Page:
Shares of chemical company Chemours (NYSE:CC) dropped 10.2% in December. For the year, though, the stock was up more than 300%. A mid-month civil trial loss by Chemours' former parent company, DuPont (NYSE:DD), may have played a part in the slide.
There wasn't a single clear reason for the stock's sharp December decline, although stocks of other companies selling titanium dioxide like Kronos and Tronox (the orange and red lines on the chart below) were down more modestly:
One major event that could have a big impact on the company came mid-month, as DuPont was found liable in a civil trial related to the company's manufacture of the toxic chemical PFOA. The company was hit with a $2 million judgment, which comes after two prior million-plus-dollar judgments against the company. (DuPont is appealing all three.)
That's problematic for Chemours, which -- as part of its spinoff -- agreed to indemnify DuPont against all PFOA-related claims. Chemours has since made statements in which it seems to dispute the extent of its liability. However, that liability is hardly news for the company or its investors, given the prior court losses. DuPont's stock barely budged for the month.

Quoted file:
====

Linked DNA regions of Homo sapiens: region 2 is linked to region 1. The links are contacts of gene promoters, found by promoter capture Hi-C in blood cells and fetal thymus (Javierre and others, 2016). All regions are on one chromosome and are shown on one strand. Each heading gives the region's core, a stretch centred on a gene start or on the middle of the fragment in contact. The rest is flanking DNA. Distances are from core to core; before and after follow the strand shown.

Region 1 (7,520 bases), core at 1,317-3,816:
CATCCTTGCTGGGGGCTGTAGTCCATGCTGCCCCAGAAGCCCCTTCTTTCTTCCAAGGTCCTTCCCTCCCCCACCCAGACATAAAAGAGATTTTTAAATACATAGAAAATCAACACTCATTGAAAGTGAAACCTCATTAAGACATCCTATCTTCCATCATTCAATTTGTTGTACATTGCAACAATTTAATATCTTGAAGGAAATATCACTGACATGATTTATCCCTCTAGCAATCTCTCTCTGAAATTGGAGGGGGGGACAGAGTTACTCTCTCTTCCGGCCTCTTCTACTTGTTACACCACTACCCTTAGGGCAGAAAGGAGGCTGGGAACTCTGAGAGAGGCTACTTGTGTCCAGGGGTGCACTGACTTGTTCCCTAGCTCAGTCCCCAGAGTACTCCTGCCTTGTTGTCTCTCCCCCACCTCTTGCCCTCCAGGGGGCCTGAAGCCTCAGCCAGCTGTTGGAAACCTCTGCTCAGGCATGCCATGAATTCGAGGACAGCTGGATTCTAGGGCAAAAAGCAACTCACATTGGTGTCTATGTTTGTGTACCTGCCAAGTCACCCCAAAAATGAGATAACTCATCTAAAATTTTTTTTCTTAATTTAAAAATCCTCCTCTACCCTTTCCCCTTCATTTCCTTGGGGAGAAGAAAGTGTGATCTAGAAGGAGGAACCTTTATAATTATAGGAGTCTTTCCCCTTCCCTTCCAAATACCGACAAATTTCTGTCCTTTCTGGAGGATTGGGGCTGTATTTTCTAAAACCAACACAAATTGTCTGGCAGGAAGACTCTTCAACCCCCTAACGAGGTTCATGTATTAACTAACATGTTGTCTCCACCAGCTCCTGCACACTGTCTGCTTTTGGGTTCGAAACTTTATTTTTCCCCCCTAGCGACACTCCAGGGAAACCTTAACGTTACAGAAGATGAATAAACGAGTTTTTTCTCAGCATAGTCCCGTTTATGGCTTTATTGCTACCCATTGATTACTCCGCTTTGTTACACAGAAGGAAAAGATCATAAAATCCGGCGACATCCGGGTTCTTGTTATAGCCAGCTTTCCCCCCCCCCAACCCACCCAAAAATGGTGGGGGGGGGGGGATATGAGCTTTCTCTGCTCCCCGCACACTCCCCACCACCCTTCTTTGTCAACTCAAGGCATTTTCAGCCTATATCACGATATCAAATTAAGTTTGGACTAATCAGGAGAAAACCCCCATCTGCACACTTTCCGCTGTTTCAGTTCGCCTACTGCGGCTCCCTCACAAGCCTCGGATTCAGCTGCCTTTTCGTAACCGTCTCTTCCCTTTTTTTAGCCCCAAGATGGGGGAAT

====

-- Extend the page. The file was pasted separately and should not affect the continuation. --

It's also possible that, at the end of a year in which the stock price more than quadrupled, investors were just looking to lock in some of those gains and sold off some shares.
Chemours' 10% December loss is just a blip on the radar compared with its overall 2016 gain of 303.1%. But that figure is misleading. The company had a disastrous 2015 after its spinoff from DuPont, with shares crashing 74.3%. Even with the stock's big 2016 gains, investors who held shares from the beginning have gained only 5.9% (which, now that those investors are in positive territory, may have helped to spark the sell-off).
Plus, as mentioned above, the company has big problems in the form of legal liabilities for PFOA and other former DuPont products, as well as environmental liabilities with which it was also saddled by its former parent. Those liabilities could run into the tens of billions of dollars. Wise investors should probably steer clear.